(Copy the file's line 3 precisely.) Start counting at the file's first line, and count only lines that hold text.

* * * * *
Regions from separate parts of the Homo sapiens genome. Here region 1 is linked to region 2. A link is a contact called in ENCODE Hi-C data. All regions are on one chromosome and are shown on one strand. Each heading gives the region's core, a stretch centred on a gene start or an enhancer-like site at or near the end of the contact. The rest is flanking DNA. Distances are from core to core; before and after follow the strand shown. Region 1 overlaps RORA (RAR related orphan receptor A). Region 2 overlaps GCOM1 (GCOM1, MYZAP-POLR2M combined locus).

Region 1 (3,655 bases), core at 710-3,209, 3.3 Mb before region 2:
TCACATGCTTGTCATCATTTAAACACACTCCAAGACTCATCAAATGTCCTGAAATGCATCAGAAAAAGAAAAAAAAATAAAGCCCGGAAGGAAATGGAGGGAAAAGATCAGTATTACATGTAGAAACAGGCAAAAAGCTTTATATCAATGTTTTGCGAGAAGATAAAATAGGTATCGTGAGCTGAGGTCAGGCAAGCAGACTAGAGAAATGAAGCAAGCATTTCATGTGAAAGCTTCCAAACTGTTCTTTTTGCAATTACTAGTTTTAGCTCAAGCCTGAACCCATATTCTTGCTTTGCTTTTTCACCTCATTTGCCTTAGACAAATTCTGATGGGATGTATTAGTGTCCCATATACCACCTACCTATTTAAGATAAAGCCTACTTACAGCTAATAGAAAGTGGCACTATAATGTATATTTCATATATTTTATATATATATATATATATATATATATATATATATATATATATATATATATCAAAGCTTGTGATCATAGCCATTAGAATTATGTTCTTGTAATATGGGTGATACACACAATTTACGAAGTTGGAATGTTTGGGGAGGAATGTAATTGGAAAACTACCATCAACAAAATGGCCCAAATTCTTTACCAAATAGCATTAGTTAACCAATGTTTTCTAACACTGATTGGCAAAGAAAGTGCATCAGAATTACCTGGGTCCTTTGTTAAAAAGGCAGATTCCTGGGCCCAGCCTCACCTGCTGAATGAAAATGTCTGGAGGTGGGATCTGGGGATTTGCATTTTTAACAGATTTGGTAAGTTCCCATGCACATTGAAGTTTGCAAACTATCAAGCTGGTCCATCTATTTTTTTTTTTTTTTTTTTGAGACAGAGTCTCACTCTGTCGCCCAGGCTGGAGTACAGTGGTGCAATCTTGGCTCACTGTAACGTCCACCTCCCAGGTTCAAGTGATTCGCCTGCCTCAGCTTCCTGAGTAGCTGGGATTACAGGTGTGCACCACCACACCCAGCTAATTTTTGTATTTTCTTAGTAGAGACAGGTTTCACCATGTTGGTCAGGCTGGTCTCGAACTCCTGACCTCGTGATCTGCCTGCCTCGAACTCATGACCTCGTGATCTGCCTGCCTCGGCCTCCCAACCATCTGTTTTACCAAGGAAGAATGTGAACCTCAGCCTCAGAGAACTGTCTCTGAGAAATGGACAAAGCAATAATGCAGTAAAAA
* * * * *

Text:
TCACATGCTTGTCATCATTTAAACACACTCCAAGACTCATCAAATGTCCTGAAATGCATCAGAAAAAGAAAAAAAAATAAAGCCCGGAAGGAAATGGAGGGAAAAGATCAGTATTACATGTAGAAACAGGCAAAAAGCTTTATATCAATGTTTTGCGAGAAGATAAAATAGGTATCGTGAGCTGAGGTCAGGCAAGCAGACTAGAGAAATGAAGCAAGCATTTCATGTGAAAGCTTCCAAACTGTTCTTTTTGCAATTACTAGTTTTAGCTCAAGCCTGAACCCATATTCTTGCTTTGCTTTTTCACCTCATTTGCCTTAGACAAATTCTGATGGGATGTATTAGTGTCCCATATACCACCTACCTATTTAAGATAAAGCCTACTTACAGCTAATAGAAAGTGGCACTATAATGTATATTTCATATATTTTATATATATATATATATATATATATATATATATATATATATATATATATATCAAAGCTTGTGATCATAGCCATTAGAATTATGTTCTTGTAATATGGGTGATACACACAATTTACGAAGTTGGAATGTTTGGGGAGGAATGTAATTGGAAAACTACCATCAACAAAATGGCCCAAATTCTTTACCAAATAGCATTAGTTAACCAATGTTTTCTAACACTGATTGGCAAAGAAAGTGCATCAGAATTACCTGGGTCCTTTGTTAAAAAGGCAGATTCCTGGGCCCAGCCTCACCTGCTGAATGAAAATGTCTGGAGGTGGGATCTGGGGATTTGCATTTTTAACAGATTTGGTAAGTTCCCATGCACATTGAAGTTTGCAAACTATCAAGCTGGTCCATCTATTTTTTTTTTTTTTTTTTTGAGACAGAGTCTCACTCTGTCGCCCAGGCTGGAGTACAGTGGTGCAATCTTGGCTCACTGTAACGTCCACCTCCCAGGTTCAAGTGATTCGCCTGCCTCAGCTTCCTGAGTAGCTGGGATTACAGGTGTGCACCACCACACCCAGCTAATTTTTGTATTTTCTTAGTAGAGACAGGTTTCACCATGTTGGTCAGGCTGGTCTCGAACTCCTGACCTCGTGATCTGCCTGCCTCGAACTCATGACCTCGTGATCTGCCTGCCTCGGCCTCCCAACCATCTGTTTTACCAAGGAAGAATGTGAACCTCAGCCTCAGAGAACTGTCTCTGAGAAATGGACAAAGCAATAATGCAGTAAAAA